There are many sort of equivalent theorems about monochromatic configurations in finite colorings, such as Van der Waerden, Hales-Jewett or Gallai's theorem, the latter of which states that in a finite coloring of $\mathbb Z^d$ or $\mathbb R^d$, there is a homothetic (i.e., scaled and translated) copy of any finite configuration $S$. Motivated by this problem, I wonder if similar statements hold if instead we require that in a configuration $(S,s_0)$ all points in $S$ are monochromatic, while $s_0$ has a different color from the rest.

Obviously, we need to impose some conditions on the coloring and the configuration. About the coloring, I only want to demand that it is non-monochromatic, i.e., not all points of the space are colored with the same color. About $(S,s_0)$, I want to require that $s_0\notin conv(S)$, i.e., $s$ is not in the convex hull of some points from $S$, as then we might not have a solution if the "first" half of the space is red, while the "second" half is blue.

Is there always an almost monochromatic copy (homothetic or isometric) of any finite $(S,s_0)$ with $s_0\notin conv(S)$ in a non-monochromatic finite coloring of $\mathbb R^d$?

Note that the answer is no for $\mathbb Z$ if $s_0=0$ and $S=\{1,2\}$ as shown by coloring odd numbers red and even numbers blue. This particular configuration, however, is easy to find in $\mathbb Q$.

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    $\begingroup$ What prevents you from taking the "convex" configuration $(0,s_0,1)$ with some transcendental $s_0\in(0,1)$ and the "half-plane" coloring and apply a field automorphism of $\mathbb C$ over $Q$ that moves $s_0$ to a negative number to create a non-convex configuration and some crazy coloring that just encode the old ones? $\endgroup$ – fedja May 20 '18 at 0:53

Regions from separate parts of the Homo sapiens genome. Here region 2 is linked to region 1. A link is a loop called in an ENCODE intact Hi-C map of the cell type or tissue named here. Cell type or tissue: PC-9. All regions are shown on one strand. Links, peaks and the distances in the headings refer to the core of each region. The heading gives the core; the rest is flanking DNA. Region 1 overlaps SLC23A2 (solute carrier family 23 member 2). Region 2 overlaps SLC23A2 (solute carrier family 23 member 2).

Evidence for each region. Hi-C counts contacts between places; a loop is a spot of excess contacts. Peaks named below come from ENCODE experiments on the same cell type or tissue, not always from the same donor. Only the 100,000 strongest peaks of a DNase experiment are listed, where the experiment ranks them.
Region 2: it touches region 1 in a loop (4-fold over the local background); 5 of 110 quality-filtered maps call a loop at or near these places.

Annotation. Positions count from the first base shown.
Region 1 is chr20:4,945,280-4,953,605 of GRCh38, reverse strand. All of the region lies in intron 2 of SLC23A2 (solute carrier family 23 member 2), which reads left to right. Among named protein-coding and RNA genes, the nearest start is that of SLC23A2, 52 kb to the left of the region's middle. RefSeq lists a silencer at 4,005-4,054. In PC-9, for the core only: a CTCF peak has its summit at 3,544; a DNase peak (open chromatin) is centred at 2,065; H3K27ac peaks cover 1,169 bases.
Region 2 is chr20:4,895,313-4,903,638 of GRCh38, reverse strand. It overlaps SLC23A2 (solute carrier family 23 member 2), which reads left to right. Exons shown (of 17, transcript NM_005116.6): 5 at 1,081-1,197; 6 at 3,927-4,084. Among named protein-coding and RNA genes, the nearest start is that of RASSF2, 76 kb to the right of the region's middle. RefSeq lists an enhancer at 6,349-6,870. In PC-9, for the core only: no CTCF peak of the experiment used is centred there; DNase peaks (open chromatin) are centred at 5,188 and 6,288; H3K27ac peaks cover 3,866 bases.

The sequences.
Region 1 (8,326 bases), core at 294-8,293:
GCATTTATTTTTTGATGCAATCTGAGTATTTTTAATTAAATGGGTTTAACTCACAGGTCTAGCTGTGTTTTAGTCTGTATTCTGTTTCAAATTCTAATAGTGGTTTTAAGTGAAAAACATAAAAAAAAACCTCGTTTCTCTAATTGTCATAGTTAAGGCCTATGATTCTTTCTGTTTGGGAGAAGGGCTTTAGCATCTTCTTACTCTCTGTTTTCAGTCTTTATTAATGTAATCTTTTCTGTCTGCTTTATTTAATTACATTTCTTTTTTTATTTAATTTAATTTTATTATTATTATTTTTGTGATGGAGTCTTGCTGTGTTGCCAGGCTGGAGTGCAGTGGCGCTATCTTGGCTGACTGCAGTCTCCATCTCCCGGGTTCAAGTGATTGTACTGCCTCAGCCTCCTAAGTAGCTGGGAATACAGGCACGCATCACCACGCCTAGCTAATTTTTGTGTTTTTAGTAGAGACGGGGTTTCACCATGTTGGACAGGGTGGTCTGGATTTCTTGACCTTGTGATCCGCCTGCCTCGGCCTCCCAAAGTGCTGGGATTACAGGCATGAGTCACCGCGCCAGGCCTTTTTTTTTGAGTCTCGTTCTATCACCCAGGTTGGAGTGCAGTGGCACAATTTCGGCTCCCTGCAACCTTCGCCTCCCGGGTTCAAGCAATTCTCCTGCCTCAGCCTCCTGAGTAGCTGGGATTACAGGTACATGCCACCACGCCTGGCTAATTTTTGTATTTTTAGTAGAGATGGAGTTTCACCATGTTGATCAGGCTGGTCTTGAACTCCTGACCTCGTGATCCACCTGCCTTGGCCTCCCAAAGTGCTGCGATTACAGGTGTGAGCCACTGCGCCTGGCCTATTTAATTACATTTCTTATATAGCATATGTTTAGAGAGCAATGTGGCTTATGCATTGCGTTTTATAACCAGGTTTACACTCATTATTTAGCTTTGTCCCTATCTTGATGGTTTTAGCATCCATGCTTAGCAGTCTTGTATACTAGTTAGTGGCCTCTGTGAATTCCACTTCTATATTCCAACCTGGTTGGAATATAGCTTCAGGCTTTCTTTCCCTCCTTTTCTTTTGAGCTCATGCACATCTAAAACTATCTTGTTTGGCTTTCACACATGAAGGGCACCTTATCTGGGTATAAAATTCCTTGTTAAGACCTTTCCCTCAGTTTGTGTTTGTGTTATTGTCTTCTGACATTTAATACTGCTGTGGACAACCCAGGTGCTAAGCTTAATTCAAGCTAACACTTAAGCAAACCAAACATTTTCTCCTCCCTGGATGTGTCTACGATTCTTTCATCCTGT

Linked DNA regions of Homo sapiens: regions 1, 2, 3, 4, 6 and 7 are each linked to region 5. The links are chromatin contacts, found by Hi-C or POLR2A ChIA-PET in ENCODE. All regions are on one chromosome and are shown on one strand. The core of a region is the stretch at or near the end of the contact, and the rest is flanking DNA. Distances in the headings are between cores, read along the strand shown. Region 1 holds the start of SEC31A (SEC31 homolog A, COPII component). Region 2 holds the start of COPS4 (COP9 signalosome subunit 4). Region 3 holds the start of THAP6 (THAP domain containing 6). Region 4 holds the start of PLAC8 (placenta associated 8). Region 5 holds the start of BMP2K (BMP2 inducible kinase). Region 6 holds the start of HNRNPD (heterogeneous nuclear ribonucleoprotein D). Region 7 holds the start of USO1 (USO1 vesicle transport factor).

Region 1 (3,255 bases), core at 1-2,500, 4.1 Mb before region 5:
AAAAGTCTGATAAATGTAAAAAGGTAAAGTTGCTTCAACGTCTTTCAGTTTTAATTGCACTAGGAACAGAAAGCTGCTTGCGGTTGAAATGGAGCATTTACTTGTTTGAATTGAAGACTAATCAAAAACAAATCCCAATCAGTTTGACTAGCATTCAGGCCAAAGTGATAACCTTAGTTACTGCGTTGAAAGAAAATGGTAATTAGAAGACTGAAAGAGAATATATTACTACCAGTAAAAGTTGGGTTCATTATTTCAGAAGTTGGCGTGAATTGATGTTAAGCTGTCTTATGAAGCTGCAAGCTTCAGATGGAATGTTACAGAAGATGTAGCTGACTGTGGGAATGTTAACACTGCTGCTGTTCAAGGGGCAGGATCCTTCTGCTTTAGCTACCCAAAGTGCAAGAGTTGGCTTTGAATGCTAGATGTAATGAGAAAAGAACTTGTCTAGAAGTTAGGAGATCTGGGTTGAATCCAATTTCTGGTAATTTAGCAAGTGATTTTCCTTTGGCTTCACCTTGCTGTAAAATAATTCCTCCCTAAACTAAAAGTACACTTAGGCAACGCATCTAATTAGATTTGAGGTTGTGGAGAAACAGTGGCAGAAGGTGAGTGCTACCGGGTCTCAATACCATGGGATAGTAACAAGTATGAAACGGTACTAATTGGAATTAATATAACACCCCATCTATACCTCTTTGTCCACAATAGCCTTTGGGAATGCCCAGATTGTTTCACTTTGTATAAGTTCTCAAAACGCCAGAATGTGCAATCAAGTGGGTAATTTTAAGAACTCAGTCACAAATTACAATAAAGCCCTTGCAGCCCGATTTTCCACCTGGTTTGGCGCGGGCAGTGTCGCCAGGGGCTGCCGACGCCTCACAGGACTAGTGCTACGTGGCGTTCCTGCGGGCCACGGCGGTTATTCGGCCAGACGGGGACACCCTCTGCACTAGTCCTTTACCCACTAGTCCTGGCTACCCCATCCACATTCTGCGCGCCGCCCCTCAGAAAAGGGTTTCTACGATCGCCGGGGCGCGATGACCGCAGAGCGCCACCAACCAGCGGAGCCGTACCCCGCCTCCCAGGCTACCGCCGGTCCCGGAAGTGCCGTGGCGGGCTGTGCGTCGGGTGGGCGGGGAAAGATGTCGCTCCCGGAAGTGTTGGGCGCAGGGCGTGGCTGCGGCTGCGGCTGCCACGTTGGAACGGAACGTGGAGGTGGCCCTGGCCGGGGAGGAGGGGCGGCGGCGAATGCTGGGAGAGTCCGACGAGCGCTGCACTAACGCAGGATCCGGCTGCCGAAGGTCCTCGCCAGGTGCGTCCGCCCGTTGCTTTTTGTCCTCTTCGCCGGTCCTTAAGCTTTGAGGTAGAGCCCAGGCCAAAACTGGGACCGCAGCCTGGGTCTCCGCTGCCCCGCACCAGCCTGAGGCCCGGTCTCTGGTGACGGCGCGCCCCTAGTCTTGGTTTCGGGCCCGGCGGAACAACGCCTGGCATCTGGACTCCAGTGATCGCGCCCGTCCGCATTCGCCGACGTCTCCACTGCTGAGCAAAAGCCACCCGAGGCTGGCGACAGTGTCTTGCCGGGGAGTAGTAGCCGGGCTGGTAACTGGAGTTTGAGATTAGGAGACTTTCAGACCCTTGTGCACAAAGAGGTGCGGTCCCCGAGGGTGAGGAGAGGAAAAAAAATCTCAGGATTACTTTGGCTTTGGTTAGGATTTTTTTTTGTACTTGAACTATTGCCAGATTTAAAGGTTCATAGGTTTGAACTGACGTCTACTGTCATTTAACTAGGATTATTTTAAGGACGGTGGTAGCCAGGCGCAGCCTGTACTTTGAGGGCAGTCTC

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    $\begingroup$ You might be interested in mathoverflow.net/q/3322/806, which was a problem in a similar spirit in $[n]$. $\endgroup$ – Boris Bukh May 20 '18 at 12:58
  • $\begingroup$ @fedja Sorry, but my field automorphisms would need some polishing, though your idea certainly seems good. Could you give me an example of how you want to derive a coloring? $\endgroup$ – domotorp May 20 '18 at 20:39
  • $\begingroup$ If I understand things right, you can design a field automorphism $\tau$ of $\mathbb C$ over $\mathbb Q$ so that $\tau(s_0)<0$. Your configuration is then $0,1,\tau(s_0)$ and in your coloring $\tau(z)$ is blue if $\Re z\ge 0$ and red if $\Re z<0$. The point is that the "similar" configurations are obtained by linear transformations and $a\tau(s_0)+b=\tau(\tau^{-1}(a)s_0+\tau^{-1}(b))$ $\endgroup$ – fedja May 20 '18 at 21:55
  • $\begingroup$ @fedja I'm not sure, but it feels like your reasoning goes the other way. Let me try. We know that there is a bad coloring (of even $\mathbb C$) for $(0,1,s_0)$ whenever $0<s_0<1$ and from this we want to show that for some $\tau$ there is also a bad coloring (of $\mathbb R$) for $(0,1,\tau(s_0))$ where $1<\tau(s)$. And then what do you require of $\tau$? $\endgroup$ – domotorp May 21 '18 at 5:49

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